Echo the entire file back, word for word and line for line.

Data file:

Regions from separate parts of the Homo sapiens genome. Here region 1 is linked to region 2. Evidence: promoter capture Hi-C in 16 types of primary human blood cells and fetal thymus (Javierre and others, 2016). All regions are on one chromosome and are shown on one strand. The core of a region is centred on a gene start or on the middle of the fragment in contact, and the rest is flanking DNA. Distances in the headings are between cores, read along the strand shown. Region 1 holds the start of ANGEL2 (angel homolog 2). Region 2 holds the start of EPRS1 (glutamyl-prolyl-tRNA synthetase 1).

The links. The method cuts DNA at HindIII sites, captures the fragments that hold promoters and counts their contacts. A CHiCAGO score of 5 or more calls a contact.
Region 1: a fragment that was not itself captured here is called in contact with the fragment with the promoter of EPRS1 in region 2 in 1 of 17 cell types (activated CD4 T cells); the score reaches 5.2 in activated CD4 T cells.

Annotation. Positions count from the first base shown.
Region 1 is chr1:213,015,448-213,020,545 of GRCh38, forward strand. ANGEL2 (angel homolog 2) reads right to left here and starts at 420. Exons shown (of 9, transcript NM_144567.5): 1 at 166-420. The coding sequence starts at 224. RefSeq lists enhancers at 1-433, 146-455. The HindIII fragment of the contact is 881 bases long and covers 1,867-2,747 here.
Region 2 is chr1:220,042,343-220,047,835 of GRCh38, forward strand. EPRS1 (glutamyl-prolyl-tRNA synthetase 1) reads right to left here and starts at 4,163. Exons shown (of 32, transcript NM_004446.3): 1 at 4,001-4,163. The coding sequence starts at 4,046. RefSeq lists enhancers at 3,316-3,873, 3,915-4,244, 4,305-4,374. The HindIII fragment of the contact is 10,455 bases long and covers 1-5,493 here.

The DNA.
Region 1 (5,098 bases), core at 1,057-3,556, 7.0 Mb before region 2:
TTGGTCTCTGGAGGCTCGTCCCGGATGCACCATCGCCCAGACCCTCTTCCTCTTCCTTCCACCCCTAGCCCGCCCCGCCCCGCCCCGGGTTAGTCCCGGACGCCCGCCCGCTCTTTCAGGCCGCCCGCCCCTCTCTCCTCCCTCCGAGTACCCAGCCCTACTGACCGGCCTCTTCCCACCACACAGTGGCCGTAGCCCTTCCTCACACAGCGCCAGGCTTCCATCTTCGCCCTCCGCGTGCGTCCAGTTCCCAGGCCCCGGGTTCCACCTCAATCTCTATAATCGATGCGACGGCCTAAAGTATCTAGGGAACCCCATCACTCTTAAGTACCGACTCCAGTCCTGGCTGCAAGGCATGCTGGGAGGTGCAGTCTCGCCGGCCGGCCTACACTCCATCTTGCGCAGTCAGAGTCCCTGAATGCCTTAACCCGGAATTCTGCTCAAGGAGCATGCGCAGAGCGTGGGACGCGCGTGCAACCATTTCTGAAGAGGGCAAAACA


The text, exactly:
Regions from separate parts of the Homo sapiens genome. Here region 1 is linked to region 2. Evidence: promoter capture Hi-C in 16 types of primary human blood cells and fetal thymus (Javierre and others, 2016). All regions are on one chromosome and are shown on one strand. The core of a region is centred on a gene start or on the middle of the fragment in contact, and the rest is flanking DNA. Distances in the headings are between cores, read along the strand shown. Region 1 holds the start of ANGEL2 (angel homolog 2). Region 2 holds the start of EPRS1 (glutamyl-prolyl-tRNA synthetase 1).

The links. The method cuts DNA at HindIII sites, captures the fragments that hold promoters and counts their contacts. A CHiCAGO score of 5 or more calls a contact.
Region 1: a fragment that was not itself captured here is called in contact with the fragment with the promoter of EPRS1 in region 2 in 1 of 17 cell types (activated CD4 T cells); the score reaches 5.2 in activated CD4 T cells.

Annotation. Positions count from the first base shown.
Region 1 is chr1:213,015,448-213,020,545 of GRCh38, forward strand. ANGEL2 (angel homolog 2) reads right to left here and starts at 420. Exons shown (of 9, transcript NM_144567.5): 1 at 166-420. The coding sequence starts at 224. RefSeq lists enhancers at 1-433, 146-455. The HindIII fragment of the contact is 881 bases long and covers 1,867-2,747 here.
Region 2 is chr1:220,042,343-220,047,835 of GRCh38, forward strand. EPRS1 (glutamyl-prolyl-tRNA synthetase 1) reads right to left here and starts at 4,163. Exons shown (of 32, transcript NM_004446.3): 1 at 4,001-4,163. The coding sequence starts at 4,046. RefSeq lists enhancers at 3,316-3,873, 3,915-4,244, 4,305-4,374. The HindIII fragment of the contact is 10,455 bases long and covers 1-5,493 here.

The DNA.
Region 1 (5,098 bases), core at 1,057-3,556, 7.0 Mb before region 2:
TTGGTCTCTGGAGGCTCGTCCCGGATGCACCATCGCCCAGACCCTCTTCCTCTTCCTTCCACCCCTAGCCCGCCCCGCCCCGCCCCGGGTTAGTCCCGGACGCCCGCCCGCTCTTTCAGGCCGCCCGCCCCTCTCTCCTCCCTCCGAGTACCCAGCCCTACTGACCGGCCTCTTCCCACCACACAGTGGCCGTAGCCCTTCCTCACACAGCGCCAGGCTTCCATCTTCGCCCTCCGCGTGCGTCCAGTTCCCAGGCCCCGGGTTCCACCTCAATCTCTATAATCGATGCGACGGCCTAAAGTATCTAGGGAACCCCATCACTCTTAAGTACCGACTCCAGTCCTGGCTGCAAGGCATGCTGGGAGGTGCAGTCTCGCCGGCCGGCCTACACTCCATCTTGCGCAGTCAGAGTCCCTGAATGCCTTAACCCGGAATTCTGCTCAAGGAGCATGCGCAGAGCGTGGGACGCGCGTGCAACCATTTCTGAAGAGGGCAAAACA